It seems more manufactures are porting their barrels. Even Mossberg with their 835 Ultra Mag is in the game. My question is – what price does one pay in terms of velocity for the feature. I have heard everything from no affect, to approximately 7% reduction in shot velocity.
Second question – same subject…
What affect does barrel length have on velocity? I have heard that most of today’s powers burn within the first 16 inches of the barrel, therefore shorter barrels actually increase velocity since the shot wad leaves the barrel at it maximum velocity, and is not slowed down by the greater friction a longer barrel would impart on the projectile.
None of my chronograph tests with standard target loads have shown porting to have any measurable velocity effect plus or minus. It SHOULD have a very slight effect, but I have not been able to measure it as the few feet per second change is lost in the usual 25 to 40 fps shell to shell variation of standard factory loads.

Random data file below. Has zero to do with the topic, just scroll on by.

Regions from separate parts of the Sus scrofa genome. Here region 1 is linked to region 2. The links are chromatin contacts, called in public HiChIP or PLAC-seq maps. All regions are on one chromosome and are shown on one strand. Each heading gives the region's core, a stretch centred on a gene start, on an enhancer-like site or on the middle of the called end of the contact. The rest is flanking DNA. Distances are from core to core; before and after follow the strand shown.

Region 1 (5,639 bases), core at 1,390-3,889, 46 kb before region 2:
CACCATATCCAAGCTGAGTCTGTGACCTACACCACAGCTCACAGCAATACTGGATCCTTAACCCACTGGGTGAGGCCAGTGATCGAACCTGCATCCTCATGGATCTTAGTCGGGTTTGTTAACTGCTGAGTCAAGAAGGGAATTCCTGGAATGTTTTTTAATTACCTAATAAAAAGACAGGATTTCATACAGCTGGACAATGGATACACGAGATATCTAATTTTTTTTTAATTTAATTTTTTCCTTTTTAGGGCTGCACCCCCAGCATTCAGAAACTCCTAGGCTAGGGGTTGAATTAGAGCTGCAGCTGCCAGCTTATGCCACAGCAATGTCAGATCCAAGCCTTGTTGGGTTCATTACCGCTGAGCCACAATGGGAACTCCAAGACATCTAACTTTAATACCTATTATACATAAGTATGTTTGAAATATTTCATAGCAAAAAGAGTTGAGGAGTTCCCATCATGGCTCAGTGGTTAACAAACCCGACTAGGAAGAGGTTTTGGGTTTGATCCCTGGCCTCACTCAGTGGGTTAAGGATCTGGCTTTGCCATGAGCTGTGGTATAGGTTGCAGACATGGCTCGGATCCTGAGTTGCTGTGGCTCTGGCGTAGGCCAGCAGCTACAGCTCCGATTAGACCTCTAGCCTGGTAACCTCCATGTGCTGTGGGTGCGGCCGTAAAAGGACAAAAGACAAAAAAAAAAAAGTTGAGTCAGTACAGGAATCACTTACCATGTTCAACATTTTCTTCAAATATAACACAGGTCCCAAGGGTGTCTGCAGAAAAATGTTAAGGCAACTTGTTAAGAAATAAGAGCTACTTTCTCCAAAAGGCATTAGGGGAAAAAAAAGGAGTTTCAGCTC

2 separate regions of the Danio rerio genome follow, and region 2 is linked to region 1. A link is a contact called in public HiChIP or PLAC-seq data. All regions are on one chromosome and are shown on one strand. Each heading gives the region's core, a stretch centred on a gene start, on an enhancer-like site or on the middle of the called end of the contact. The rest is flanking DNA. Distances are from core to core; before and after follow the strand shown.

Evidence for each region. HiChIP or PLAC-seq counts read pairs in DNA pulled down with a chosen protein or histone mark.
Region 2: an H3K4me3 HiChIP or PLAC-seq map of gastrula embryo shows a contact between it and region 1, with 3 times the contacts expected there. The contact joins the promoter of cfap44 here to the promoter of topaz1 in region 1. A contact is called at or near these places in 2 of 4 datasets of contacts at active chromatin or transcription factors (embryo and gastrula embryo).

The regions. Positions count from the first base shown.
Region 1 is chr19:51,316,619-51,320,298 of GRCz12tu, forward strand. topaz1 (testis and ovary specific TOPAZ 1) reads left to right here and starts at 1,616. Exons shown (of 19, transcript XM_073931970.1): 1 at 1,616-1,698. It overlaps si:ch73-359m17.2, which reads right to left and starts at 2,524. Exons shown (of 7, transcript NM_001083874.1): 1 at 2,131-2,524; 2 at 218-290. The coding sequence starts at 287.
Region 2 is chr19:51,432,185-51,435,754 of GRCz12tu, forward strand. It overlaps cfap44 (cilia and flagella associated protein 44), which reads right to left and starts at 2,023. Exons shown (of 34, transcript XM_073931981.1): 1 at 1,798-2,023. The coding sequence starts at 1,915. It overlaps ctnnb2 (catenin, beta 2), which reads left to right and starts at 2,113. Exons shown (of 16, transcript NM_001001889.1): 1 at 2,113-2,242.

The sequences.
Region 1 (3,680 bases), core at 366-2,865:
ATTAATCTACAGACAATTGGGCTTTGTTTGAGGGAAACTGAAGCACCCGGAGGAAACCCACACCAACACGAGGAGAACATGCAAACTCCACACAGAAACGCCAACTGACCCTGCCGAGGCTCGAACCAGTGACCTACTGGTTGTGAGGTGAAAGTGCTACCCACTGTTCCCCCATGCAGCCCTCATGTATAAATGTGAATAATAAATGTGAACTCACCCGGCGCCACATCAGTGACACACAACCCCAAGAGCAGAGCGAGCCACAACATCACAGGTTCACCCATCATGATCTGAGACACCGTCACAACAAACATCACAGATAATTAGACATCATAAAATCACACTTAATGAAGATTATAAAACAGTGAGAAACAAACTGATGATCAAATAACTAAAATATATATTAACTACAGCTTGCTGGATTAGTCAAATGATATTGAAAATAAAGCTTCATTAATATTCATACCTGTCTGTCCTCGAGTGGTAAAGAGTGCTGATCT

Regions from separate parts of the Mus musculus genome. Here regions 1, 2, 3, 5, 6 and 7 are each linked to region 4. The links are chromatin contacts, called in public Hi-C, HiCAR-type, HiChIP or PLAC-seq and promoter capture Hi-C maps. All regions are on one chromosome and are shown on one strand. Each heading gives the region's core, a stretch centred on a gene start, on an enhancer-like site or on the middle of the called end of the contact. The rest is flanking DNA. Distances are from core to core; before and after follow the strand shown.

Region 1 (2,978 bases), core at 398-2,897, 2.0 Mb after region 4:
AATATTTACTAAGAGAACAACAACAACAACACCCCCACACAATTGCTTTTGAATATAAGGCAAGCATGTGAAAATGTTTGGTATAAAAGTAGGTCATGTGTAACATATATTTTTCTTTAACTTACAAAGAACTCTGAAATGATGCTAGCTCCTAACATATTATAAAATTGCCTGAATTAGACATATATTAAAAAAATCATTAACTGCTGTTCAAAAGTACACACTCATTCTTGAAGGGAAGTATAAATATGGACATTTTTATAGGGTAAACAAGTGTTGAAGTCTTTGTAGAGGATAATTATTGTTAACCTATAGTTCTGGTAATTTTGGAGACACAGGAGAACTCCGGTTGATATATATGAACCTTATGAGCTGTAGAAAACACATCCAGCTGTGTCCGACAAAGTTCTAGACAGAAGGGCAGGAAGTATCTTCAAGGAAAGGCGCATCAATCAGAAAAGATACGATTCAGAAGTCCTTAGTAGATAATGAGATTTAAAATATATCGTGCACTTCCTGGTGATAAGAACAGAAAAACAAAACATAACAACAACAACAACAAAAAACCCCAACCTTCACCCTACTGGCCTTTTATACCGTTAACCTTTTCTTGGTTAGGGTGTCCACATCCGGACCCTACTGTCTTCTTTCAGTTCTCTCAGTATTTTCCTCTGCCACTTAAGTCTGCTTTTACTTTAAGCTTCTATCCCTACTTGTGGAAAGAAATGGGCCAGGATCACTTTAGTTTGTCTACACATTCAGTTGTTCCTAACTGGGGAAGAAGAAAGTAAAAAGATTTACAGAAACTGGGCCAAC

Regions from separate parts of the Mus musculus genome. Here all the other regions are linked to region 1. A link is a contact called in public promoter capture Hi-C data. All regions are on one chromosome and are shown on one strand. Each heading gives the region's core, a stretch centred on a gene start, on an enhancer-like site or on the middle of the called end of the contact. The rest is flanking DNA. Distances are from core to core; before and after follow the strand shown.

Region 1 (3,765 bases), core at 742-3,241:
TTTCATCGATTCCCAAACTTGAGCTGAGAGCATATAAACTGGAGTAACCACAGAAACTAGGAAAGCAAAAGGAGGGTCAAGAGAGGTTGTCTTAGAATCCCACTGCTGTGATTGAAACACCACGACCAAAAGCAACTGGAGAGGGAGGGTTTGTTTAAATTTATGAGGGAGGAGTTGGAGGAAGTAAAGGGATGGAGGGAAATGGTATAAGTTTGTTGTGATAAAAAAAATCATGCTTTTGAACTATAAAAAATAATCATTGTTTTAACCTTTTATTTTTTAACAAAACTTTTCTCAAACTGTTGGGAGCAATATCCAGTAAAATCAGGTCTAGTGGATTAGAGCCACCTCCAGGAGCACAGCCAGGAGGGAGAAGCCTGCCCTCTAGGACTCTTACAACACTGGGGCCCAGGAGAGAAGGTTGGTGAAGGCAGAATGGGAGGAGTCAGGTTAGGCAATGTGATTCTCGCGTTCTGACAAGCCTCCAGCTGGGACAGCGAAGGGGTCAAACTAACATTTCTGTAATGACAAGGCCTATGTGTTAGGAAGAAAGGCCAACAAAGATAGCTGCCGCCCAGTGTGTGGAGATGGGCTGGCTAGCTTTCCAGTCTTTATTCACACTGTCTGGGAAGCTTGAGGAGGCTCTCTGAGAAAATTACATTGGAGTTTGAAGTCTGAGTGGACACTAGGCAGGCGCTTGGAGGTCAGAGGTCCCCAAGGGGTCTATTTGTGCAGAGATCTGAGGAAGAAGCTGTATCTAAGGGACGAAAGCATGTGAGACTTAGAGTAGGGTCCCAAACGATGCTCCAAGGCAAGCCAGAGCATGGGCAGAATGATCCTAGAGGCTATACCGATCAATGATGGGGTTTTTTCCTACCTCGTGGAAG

I have read in various sources that shotgun velocity increases from 5 feet per second to 15 fps per inch of barrel length. Most “fast” target shotgun powders (Red Dot, Clays, 700-X for example) get most (but not all) of their burning done in the first one foot plus of the barrel. That is why Browning made their original skeet “Supertube” sets 16.5″ long. Savage was able to make their “four-tenner” tubes considerably shorter and still have adequate velocity. Fast powders should be in the 5 fps class.
Slower powders, such as those used in hunting loads for heavier weight payloads, develop their pressures more slowly and will be more affected by barrel length. These powders might be more in the 15 fps class.
You are quite correct in surmising that the longer barrel imposes greater friction on the ejecta, but out to at least 32″ the velocity gained by permitting the powder to burn a bit longer outweighs the friction side. Obviously, there is some barrel length at which the equation would go the other way.
Shotgun Report’s Technoid